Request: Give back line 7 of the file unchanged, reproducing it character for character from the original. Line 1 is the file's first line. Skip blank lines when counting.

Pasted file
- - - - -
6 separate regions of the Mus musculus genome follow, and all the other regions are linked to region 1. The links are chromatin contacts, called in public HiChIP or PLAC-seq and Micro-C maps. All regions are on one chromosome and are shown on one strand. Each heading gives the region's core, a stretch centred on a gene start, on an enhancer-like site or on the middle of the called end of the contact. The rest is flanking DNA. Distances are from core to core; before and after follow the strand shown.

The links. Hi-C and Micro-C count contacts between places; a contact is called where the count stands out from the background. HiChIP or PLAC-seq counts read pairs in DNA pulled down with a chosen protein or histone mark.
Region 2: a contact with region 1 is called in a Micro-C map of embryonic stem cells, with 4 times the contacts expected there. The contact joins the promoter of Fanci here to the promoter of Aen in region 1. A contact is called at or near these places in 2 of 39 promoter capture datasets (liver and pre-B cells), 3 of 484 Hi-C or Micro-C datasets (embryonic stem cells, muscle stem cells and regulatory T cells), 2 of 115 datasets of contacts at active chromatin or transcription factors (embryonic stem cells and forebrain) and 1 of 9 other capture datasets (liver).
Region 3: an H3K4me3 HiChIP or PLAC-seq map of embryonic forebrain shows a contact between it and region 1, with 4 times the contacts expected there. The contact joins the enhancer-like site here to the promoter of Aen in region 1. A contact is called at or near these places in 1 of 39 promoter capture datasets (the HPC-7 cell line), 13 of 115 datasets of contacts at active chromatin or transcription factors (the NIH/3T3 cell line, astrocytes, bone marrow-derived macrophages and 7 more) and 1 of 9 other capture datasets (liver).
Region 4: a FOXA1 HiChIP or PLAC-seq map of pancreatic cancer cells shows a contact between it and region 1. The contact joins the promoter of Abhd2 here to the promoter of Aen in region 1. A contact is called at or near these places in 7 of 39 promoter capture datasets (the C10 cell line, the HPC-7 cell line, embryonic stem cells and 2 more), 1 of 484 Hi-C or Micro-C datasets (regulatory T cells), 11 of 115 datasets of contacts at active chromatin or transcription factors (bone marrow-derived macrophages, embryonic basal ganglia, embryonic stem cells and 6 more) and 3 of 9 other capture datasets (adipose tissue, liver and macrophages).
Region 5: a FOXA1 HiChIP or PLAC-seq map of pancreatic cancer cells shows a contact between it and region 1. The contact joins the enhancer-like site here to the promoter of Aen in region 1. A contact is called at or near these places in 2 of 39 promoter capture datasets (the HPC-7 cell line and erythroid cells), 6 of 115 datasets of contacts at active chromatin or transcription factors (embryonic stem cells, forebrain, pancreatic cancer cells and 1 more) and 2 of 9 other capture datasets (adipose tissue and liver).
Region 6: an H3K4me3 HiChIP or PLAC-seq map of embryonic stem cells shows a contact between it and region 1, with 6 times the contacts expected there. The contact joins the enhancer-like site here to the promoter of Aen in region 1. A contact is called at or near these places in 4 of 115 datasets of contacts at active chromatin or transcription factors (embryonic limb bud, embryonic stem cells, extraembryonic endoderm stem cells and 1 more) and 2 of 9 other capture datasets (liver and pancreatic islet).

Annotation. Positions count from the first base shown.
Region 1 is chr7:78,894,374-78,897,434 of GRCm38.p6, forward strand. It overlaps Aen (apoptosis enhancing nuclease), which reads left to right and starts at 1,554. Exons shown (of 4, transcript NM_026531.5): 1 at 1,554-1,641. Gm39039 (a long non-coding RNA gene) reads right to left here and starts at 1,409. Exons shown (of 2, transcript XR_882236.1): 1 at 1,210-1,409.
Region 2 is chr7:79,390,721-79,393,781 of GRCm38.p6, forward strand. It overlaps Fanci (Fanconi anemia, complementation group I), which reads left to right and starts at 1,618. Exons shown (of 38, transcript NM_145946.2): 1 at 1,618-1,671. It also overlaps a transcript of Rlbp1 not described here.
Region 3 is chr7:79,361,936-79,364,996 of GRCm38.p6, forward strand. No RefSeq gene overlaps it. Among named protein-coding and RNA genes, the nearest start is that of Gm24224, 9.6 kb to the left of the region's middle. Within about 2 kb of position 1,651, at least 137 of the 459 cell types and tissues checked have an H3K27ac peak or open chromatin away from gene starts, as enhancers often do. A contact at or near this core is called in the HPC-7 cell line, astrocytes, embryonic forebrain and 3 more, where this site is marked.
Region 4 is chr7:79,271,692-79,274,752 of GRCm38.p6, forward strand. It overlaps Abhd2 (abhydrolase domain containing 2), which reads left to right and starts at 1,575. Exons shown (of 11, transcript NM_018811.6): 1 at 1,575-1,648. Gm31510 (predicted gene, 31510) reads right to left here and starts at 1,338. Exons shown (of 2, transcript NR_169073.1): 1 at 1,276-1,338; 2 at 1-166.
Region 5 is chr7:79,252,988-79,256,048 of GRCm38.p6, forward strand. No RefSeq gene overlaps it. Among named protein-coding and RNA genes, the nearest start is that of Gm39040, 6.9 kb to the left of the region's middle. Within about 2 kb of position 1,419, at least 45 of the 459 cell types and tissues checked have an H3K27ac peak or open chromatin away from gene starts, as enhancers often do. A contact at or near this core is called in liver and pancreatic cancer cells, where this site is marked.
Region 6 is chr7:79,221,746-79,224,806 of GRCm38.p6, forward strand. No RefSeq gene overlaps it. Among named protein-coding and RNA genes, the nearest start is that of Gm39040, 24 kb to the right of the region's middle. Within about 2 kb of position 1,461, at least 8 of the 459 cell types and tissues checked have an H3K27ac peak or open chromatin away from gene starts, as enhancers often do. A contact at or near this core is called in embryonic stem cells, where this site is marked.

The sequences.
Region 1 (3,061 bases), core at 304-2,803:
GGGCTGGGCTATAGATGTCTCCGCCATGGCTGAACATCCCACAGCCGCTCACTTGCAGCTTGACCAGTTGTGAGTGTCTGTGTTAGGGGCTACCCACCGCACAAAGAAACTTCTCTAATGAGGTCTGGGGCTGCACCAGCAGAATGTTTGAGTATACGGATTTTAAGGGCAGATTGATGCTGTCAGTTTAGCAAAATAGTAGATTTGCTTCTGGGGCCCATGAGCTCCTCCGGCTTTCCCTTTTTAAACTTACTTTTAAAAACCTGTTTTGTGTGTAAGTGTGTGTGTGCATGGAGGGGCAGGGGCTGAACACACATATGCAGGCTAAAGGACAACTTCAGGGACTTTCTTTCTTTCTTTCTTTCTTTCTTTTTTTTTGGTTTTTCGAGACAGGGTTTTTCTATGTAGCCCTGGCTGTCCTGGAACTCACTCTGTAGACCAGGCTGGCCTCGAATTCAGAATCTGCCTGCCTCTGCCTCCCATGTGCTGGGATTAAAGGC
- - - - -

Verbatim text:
Region 6: an H3K4me3 HiChIP or PLAC-seq map of embryonic stem cells shows a contact between it and region 1, with 6 times the contacts expected there. The contact joins the enhancer-like site here to the promoter of Aen in region 1. A contact is called at or near these places in 4 of 115 datasets of contacts at active chromatin or transcription factors (embryonic limb bud, embryonic stem cells, extraembryonic endoderm stem cells and 1 more) and 2 of 9 other capture datasets (liver and pancreatic islet).